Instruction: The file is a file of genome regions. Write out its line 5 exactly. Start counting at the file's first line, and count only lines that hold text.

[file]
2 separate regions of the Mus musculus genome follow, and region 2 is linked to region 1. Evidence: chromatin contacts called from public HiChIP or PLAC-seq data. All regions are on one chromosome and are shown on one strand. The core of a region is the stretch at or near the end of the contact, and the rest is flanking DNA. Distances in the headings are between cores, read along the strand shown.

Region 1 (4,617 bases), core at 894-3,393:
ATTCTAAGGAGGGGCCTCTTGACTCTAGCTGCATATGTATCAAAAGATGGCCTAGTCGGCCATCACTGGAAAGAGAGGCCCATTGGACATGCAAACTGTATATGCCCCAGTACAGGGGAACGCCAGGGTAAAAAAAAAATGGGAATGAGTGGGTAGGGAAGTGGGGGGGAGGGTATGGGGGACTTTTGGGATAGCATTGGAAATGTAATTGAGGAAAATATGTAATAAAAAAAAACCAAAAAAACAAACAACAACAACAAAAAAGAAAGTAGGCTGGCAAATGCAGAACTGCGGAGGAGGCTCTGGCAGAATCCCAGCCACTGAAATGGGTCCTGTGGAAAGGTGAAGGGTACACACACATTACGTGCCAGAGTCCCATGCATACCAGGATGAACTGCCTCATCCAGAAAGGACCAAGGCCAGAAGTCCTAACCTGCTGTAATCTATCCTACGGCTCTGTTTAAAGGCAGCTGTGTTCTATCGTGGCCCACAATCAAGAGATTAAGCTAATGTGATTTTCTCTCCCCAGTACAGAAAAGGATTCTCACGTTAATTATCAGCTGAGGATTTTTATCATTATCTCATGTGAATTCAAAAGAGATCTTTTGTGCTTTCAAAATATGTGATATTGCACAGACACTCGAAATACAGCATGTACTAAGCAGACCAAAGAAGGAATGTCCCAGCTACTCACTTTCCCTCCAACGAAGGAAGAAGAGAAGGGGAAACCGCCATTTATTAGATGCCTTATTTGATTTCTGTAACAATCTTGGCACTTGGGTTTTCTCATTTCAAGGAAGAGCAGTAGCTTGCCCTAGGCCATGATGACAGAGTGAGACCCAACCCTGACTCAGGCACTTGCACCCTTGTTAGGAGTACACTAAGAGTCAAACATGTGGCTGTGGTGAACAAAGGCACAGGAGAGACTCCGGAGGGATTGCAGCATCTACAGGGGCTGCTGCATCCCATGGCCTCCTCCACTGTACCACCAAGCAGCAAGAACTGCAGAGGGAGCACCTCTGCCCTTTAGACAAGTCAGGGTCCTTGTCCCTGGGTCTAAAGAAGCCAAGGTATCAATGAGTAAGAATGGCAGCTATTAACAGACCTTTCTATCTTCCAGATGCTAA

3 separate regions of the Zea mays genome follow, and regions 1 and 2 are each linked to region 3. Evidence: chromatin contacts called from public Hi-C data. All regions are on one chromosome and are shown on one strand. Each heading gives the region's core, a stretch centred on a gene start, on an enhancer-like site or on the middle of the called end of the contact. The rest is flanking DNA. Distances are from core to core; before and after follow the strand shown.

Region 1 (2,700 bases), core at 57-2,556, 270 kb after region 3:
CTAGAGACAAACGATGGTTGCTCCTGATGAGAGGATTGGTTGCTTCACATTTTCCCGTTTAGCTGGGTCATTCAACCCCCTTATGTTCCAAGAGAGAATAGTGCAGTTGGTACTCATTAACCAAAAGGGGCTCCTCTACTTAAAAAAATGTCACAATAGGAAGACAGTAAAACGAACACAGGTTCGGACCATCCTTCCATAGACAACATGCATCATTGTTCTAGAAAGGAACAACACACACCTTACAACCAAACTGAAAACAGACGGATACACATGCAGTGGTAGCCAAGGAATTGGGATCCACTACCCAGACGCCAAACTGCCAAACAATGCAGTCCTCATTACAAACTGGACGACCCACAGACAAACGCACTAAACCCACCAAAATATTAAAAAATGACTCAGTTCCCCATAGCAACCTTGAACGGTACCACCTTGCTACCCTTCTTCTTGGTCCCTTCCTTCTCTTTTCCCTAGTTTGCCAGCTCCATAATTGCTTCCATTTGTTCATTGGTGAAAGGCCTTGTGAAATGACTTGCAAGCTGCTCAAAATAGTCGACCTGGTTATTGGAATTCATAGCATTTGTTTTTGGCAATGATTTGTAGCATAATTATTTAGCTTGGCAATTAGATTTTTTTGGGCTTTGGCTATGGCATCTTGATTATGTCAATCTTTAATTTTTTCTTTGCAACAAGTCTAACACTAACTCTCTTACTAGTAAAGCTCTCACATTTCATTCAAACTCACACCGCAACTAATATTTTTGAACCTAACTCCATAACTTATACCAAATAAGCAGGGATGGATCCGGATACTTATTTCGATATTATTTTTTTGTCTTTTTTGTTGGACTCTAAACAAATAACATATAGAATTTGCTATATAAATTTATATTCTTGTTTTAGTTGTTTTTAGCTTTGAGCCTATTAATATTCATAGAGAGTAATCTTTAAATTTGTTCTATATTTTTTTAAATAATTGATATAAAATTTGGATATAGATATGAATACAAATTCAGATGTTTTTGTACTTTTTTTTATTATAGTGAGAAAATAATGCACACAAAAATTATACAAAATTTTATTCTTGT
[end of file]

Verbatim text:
Region 1 (2,700 bases), core at 57-2,556, 270 kb after region 3: